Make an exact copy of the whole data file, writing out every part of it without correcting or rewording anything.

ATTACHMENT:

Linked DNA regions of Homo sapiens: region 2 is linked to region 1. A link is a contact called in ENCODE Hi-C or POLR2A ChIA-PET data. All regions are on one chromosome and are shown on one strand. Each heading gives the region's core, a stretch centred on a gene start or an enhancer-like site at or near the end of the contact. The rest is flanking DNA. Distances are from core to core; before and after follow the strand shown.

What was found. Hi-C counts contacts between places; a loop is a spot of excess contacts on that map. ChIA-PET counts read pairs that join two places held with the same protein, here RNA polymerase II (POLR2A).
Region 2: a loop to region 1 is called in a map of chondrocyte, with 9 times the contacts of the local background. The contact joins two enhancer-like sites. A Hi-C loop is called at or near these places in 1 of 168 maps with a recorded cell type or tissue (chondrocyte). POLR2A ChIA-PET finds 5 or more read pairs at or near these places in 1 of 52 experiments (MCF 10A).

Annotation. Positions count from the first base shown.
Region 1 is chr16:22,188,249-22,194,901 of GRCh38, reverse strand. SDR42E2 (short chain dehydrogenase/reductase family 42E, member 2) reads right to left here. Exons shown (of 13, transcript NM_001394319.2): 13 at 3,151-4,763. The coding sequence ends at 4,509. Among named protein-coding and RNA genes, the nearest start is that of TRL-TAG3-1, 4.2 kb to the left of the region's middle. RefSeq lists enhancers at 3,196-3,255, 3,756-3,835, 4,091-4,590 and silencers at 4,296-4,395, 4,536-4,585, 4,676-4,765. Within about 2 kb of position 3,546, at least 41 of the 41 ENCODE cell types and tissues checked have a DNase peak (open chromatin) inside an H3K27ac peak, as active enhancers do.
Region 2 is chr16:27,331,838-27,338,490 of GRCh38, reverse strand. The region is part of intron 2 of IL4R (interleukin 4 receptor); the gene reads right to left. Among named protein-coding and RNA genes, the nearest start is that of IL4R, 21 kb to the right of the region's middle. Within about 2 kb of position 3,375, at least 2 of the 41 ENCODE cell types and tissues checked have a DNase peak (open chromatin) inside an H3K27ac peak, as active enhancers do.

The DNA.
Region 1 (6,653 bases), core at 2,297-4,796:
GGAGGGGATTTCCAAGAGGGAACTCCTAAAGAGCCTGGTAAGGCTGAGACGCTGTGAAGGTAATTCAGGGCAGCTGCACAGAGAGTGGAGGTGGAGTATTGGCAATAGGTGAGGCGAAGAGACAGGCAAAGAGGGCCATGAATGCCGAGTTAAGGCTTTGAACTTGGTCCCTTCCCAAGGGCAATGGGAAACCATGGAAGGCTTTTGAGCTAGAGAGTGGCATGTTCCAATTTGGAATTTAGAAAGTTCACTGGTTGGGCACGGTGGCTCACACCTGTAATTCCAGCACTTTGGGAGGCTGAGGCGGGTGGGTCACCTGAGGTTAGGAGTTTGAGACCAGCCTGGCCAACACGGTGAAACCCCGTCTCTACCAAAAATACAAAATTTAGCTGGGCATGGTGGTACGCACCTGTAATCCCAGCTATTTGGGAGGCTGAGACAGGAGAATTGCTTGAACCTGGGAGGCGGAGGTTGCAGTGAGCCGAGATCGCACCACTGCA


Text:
Linked DNA regions of Homo sapiens: region 2 is linked to region 1. A link is a contact called in ENCODE Hi-C or POLR2A ChIA-PET data. All regions are on one chromosome and are shown on one strand. Each heading gives the region's core, a stretch centred on a gene start or an enhancer-like site at or near the end of the contact. The rest is flanking DNA. Distances are from core to core; before and after follow the strand shown.

What was found. Hi-C counts contacts between places; a loop is a spot of excess contacts on that map. ChIA-PET counts read pairs that join two places held with the same protein, here RNA polymerase II (POLR2A).
Region 2: a loop to region 1 is called in a map of chondrocyte, with 9 times the contacts of the local background. The contact joins two enhancer-like sites. A Hi-C loop is called at or near these places in 1 of 168 maps with a recorded cell type or tissue (chondrocyte). POLR2A ChIA-PET finds 5 or more read pairs at or near these places in 1 of 52 experiments (MCF 10A).

Annotation. Positions count from the first base shown.
Region 1 is chr16:22,188,249-22,194,901 of GRCh38, reverse strand. SDR42E2 (short chain dehydrogenase/reductase family 42E, member 2) reads right to left here. Exons shown (of 13, transcript NM_001394319.2): 13 at 3,151-4,763. The coding sequence ends at 4,509. Among named protein-coding and RNA genes, the nearest start is that of TRL-TAG3-1, 4.2 kb to the left of the region's middle. RefSeq lists enhancers at 3,196-3,255, 3,756-3,835, 4,091-4,590 and silencers at 4,296-4,395, 4,536-4,585, 4,676-4,765. Within about 2 kb of position 3,546, at least 41 of the 41 ENCODE cell types and tissues checked have a DNase peak (open chromatin) inside an H3K27ac peak, as active enhancers do.
Region 2 is chr16:27,331,838-27,338,490 of GRCh38, reverse strand. The region is part of intron 2 of IL4R (interleukin 4 receptor); the gene reads right to left. Among named protein-coding and RNA genes, the nearest start is that of IL4R, 21 kb to the right of the region's middle. Within about 2 kb of position 3,375, at least 2 of the 41 ENCODE cell types and tissues checked have a DNase peak (open chromatin) inside an H3K27ac peak, as active enhancers do.

The DNA.
Region 1 (6,653 bases), core at 2,297-4,796:
GGAGGGGATTTCCAAGAGGGAACTCCTAAAGAGCCTGGTAAGGCTGAGACGCTGTGAAGGTAATTCAGGGCAGCTGCACAGAGAGTGGAGGTGGAGTATTGGCAATAGGTGAGGCGAAGAGACAGGCAAAGAGGGCCATGAATGCCGAGTTAAGGCTTTGAACTTGGTCCCTTCCCAAGGGCAATGGGAAACCATGGAAGGCTTTTGAGCTAGAGAGTGGCATGTTCCAATTTGGAATTTAGAAAGTTCACTGGTTGGGCACGGTGGCTCACACCTGTAATTCCAGCACTTTGGGAGGCTGAGGCGGGTGGGTCACCTGAGGTTAGGAGTTTGAGACCAGCCTGGCCAACACGGTGAAACCCCGTCTCTACCAAAAATACAAAATTTAGCTGGGCATGGTGGTACGCACCTGTAATCCCAGCTATTTGGGAGGCTGAGACAGGAGAATTGCTTGAACCTGGGAGGCGGAGGTTGCAGTGAGCCGAGATCGCACCACTGCA